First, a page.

Awareness is key for fighting tension, though attempting to actively relax every tension in the body may be a mistake. It seems to happen quite naturally when you maintain an observatory mindset, free from judgement. This is an important point to make, and i believe is key in most meditational training methods. If you constantly run around in your training or practice trying to fix this and that, you will probably cause more stress and more tension. Just becoming aware of it, but knowing it is better relaxed, the body tends to in its own time fix it itself.
The classics also advise us to ‘internally gather the spirit’ and to make the spirit firm during practice, while externally showing a peaceful demeanour. So we are maintaining a physically relaxed, emotionally neutral state, whilst encouraging a positive and resilient attitude. I think this cultivation of a positive resilient mindset within the relaxed body has many possible positive implications, psychologically as well as physiologically.
Tai Chi Neigong postures can be incredibly tough training if we push through to the advanced levels, and being to cultivate a firm resilient mindset on a daily basis can potentially have tremendous carry over into many areas of life. As a martial artist this mental fortitude and toughness is an essential quality to reach a high level of effectiveness.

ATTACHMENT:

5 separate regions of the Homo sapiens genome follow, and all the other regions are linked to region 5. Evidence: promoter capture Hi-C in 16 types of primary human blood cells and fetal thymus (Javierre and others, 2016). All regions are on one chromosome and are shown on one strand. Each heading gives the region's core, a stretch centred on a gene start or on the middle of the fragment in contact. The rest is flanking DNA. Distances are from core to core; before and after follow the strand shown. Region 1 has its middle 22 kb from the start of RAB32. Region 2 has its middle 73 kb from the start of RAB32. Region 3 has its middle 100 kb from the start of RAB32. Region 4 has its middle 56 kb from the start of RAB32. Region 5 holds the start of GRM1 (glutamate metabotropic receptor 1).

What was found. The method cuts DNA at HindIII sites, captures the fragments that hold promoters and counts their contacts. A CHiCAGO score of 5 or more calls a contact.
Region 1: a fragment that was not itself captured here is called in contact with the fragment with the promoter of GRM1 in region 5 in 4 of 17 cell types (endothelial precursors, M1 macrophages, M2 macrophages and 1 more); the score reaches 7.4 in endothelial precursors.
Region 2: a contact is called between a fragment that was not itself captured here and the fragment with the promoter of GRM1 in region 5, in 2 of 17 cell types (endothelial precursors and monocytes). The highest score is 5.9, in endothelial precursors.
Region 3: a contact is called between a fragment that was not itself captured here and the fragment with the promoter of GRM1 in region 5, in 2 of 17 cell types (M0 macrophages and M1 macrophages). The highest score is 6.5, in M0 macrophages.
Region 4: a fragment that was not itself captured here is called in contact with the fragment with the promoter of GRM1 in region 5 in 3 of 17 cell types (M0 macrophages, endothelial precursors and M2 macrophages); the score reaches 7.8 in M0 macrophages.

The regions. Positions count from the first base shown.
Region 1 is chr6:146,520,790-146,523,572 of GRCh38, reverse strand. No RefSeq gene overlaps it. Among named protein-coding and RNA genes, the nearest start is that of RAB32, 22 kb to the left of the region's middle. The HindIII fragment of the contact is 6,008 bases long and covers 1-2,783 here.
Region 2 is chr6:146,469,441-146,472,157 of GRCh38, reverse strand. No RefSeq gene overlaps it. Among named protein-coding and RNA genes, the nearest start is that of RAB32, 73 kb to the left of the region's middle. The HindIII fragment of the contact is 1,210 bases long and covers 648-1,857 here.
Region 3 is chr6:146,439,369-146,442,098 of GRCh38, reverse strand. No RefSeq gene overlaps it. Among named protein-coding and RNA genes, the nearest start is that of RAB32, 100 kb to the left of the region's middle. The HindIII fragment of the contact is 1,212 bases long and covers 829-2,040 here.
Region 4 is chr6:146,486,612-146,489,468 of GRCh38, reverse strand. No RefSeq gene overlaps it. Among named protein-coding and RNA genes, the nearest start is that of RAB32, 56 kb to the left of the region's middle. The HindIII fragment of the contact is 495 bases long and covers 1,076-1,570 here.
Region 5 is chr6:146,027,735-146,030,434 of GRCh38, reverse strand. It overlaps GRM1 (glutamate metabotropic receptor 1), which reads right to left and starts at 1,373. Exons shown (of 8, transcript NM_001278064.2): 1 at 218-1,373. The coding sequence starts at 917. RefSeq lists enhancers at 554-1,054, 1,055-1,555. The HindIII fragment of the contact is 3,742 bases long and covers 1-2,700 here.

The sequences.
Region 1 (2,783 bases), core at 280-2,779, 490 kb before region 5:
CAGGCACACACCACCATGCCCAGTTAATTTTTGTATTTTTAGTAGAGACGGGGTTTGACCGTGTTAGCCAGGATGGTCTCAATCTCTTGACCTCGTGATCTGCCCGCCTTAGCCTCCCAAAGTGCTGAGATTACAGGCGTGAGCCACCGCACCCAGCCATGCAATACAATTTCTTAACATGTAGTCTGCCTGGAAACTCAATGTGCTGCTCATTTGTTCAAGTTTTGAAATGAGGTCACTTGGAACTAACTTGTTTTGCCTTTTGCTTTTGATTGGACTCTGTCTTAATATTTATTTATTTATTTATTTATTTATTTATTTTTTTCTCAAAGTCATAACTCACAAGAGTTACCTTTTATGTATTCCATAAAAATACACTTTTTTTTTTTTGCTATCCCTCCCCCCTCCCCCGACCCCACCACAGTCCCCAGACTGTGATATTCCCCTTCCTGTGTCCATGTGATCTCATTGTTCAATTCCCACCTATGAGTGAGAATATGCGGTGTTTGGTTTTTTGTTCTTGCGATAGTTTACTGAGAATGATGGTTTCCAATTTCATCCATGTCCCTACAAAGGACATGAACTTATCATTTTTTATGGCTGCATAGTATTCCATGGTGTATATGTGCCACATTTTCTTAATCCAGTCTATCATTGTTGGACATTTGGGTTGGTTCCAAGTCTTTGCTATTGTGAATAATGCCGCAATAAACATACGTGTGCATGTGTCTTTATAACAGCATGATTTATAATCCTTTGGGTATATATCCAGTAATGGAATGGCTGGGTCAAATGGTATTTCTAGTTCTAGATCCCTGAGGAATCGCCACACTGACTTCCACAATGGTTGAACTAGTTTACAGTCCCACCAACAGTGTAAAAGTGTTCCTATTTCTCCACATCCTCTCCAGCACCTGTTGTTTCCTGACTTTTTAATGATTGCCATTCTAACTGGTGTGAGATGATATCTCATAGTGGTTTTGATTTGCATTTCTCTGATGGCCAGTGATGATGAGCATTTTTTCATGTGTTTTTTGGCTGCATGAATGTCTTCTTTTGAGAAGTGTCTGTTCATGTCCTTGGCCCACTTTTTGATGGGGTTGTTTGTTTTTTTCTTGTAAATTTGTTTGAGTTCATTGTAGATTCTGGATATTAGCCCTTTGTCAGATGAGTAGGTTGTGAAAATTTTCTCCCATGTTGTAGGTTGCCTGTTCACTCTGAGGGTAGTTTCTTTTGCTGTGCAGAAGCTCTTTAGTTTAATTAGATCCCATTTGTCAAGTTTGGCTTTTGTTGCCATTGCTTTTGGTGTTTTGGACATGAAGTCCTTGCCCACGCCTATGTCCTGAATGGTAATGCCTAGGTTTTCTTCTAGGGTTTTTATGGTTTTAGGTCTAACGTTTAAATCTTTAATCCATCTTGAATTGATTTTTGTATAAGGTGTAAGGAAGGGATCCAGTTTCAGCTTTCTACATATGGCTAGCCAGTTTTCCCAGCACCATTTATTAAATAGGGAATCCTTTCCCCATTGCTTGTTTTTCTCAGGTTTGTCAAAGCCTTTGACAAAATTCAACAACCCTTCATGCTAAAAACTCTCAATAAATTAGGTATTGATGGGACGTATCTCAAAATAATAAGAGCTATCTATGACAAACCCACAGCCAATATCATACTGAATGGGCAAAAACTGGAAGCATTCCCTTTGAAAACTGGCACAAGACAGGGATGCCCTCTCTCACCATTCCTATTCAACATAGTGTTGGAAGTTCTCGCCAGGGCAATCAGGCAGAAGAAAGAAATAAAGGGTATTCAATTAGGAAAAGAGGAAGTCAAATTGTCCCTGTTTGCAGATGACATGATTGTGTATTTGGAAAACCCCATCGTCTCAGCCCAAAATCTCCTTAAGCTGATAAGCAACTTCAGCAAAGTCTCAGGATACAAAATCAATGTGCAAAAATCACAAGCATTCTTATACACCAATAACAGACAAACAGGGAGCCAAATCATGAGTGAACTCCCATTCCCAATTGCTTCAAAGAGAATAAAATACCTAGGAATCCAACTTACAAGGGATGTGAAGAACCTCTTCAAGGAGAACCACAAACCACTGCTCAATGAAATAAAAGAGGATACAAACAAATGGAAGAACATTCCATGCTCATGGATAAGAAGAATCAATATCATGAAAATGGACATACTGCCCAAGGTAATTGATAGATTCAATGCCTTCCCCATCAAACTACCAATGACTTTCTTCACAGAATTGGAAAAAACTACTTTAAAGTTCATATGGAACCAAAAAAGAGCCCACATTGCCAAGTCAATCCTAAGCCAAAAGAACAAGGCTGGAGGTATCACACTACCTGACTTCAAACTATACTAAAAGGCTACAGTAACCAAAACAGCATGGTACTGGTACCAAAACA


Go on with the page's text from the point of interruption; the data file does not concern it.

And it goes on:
In the classics we are also advised to practice in a way which is vigorous. The term used is JingShen, which implies a vigour of both attitude and movement. This can also be linked to the pointers on quality of movement. Speculatively i would suggest that adopting this vigorous approach to the training, along with this firm determined spirit will have not only positive carry over to your martial abilities and other areas of life, but also have positive physiological ramifications.
General mindset is a known contributor to hormonal functioning, which is essential for general good health and wellbeing. Hormonal functioning is related directly to the Chinese medicine concept of Jing (primordial potential), which when is in abundance has positive effects on the rest of our functioning. So the advice to adopt a vigorous/aroused attitude is certainly a good idea. Even though we are being physically and emotionally relaxed, we aren’t really passive psycholgically.
Tai chi neigong training to improve the quality of your physical power: Building Fa Jin